“Have you lost your damn minds?”
I can still hear it replaying in my mind.
I told my kids they could ride their new bikes around the block. One time! And to be back in five minutes to head out to basketball practice. They nodded and assured me they would be right back. They are 7 and 10 and are fairly responsible.
Well, five minutes passed. Then ten.
I walk outside, and no kids in sight.
I yell their names – no response.
Now I am freaking out.
I get in my car and begin to drive around the neighborhood. I call my dad and have him start driving around the neighborhood.
Thirty minutes passed, and no sign from either of my boys.
It’s beginning to get dark, and now I am in a full-fledged panic.
I start calling neighbors and friends.
No one has seen them.
Forty-five minutes pass. I’m looking up the number for the police department.
Fifty minutes pass.
It’s now pitch black.
We miss practice altogether, and I still can’t find them.
I dial the 9 on my phone, getting ready to type in the 11, then it happens.
I get a text from a neighbors nanny, saying my seven-year-old and ten-year-old are playing with the kids she cares for in their back yard.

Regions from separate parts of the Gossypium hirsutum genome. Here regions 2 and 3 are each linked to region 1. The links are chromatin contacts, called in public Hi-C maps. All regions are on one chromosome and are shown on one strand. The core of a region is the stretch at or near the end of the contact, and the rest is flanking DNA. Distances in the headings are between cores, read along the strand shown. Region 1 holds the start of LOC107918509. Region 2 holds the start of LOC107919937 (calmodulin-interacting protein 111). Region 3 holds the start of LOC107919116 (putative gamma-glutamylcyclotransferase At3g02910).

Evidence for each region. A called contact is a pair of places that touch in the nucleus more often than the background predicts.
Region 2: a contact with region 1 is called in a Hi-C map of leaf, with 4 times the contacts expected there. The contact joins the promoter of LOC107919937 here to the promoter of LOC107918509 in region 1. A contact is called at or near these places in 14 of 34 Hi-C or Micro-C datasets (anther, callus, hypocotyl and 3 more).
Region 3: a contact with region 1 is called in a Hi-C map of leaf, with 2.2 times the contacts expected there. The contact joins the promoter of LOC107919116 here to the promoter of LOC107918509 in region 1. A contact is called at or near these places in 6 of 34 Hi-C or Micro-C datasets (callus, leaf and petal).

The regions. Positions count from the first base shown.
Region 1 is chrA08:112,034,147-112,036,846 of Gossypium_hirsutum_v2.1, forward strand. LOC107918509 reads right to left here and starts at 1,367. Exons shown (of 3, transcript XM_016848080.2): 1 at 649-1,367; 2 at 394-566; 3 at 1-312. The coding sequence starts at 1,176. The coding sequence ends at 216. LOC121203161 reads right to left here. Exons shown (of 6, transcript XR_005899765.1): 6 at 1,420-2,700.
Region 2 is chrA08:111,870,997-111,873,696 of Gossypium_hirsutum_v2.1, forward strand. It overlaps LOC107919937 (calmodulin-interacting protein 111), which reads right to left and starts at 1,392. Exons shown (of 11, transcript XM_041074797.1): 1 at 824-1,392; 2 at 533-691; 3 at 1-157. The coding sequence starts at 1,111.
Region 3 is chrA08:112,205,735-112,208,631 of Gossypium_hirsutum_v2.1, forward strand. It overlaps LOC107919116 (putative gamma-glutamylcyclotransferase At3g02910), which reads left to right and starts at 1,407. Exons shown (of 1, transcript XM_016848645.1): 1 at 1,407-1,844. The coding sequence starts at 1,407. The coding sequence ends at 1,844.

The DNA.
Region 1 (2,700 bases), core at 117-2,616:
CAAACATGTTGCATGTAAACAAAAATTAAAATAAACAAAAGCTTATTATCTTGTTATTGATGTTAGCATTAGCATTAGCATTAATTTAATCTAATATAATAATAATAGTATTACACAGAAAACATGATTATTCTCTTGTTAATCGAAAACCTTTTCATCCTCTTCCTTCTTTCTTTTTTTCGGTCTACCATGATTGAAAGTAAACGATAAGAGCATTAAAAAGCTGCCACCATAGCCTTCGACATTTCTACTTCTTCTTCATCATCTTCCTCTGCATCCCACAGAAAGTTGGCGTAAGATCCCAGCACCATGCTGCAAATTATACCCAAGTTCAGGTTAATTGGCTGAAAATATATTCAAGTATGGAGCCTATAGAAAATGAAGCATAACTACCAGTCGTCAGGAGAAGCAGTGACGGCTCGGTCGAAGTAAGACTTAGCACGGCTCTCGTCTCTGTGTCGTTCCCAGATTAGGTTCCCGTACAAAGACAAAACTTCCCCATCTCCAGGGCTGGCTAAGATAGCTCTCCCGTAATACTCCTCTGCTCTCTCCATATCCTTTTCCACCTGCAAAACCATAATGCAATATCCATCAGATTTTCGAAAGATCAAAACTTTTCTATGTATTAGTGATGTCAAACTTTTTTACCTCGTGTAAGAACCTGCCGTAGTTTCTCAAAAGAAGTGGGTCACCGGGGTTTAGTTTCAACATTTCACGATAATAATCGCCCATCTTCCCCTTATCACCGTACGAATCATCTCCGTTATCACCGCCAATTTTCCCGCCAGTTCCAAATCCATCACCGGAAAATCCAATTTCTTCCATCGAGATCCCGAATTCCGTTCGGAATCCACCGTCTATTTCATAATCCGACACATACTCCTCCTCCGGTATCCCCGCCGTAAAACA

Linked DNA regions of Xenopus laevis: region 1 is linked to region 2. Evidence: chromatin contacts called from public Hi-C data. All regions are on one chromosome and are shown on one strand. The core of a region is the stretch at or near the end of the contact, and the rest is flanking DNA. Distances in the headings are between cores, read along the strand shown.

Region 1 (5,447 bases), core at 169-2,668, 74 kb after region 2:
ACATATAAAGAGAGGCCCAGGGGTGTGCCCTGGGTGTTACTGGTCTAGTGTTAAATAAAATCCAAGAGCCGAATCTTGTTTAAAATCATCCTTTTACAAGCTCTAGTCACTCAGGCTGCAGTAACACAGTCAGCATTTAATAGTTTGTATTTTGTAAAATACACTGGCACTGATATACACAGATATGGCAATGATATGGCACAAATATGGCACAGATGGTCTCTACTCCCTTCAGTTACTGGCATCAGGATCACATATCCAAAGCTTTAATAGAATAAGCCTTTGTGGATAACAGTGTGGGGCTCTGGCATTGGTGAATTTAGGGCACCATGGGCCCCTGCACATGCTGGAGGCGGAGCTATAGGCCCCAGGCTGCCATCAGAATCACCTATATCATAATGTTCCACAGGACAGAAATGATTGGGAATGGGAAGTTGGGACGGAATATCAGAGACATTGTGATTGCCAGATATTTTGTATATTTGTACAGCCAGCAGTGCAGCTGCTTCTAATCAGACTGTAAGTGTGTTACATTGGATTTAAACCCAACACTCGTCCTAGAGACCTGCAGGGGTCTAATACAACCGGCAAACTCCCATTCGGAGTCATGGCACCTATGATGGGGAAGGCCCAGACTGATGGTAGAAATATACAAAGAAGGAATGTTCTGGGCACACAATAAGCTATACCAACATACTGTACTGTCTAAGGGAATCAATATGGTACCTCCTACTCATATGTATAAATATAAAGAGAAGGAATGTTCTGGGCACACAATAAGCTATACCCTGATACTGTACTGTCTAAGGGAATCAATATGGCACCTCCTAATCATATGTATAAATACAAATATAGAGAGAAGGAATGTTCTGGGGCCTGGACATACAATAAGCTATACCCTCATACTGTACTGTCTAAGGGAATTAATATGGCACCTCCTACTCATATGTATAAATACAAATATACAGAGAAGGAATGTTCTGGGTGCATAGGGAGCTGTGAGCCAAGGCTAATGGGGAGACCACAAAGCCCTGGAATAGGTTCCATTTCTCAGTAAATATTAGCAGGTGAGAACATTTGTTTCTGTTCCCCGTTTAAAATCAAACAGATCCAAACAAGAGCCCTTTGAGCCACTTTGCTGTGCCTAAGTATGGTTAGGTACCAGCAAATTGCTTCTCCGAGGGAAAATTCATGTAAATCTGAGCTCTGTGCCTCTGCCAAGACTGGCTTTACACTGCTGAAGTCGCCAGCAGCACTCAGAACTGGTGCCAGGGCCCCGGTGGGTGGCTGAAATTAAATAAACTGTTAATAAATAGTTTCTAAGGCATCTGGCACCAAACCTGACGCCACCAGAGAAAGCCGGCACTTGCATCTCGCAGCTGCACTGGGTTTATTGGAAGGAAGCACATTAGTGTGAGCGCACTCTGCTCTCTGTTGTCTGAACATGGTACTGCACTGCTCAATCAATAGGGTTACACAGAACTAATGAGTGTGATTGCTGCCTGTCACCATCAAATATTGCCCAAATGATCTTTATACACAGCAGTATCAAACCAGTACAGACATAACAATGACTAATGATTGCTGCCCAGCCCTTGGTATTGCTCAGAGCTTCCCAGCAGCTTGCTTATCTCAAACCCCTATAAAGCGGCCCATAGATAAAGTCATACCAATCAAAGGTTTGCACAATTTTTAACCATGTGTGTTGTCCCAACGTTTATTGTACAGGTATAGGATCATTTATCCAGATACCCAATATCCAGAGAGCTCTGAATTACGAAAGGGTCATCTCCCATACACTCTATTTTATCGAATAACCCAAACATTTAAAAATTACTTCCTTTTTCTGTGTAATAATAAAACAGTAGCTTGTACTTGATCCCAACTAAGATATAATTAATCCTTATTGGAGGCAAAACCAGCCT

I rush over, and I am sweating from panic and hot from anger.
The second I roll up, they are laughing and in the middle of a competitive soccer match, oblivious to my near heart attack.
I rolled down the window and yelled out, “Have you lost your damn minds!? I was 2 seconds away from calling 911. You can’t just disappear and not tell me where you’re going.”
I could see neighbors were outside, and I didn’t even care. I was fuming mad.
“I said five minutes, and it’s been one hour!”
But mom, they said, “We were playing a game!”
I bite my lip and looked up at the sky, hoping Jesus, God, or a guardian angel would calm me.
“Get in the car. Now!” It’s all I could muster.
The sweet nanny stood there, clearly unsure how to respond.
It wasn’t her fault.
It was my kid’s fault.
And it was my fault I said damn in front of them. Not my proudest parenting moment, but also one I can’t change.
I tell you this story because I’m sure so many of you, like me, have lost your cool.
You have said and done things in front of your kids you wish you could take back.
Well, no parent in the universe is perfect. And if someone tells you they are, they are lying to you.
I apologized later for cussing, and the kids assure me they had heard the word damn at school.
It did remind me, it’s ok to make mistakes. Our kids love us through them.
And by the way, the boys have now taught their four-year-old sister the word damn. And when she used it this week in a sentence, instead of beating myself up anymore, I turned my back to her and silently smiled at the fact, she used it correctly in a sentence in the carpool line.
“Mom, why are we still at the damn school?”
I, of course, had to then have a talk with her about that word.
It’s the gift that keeps on giving, unfortunately. Mom fails all around.
But tomorrow will be better.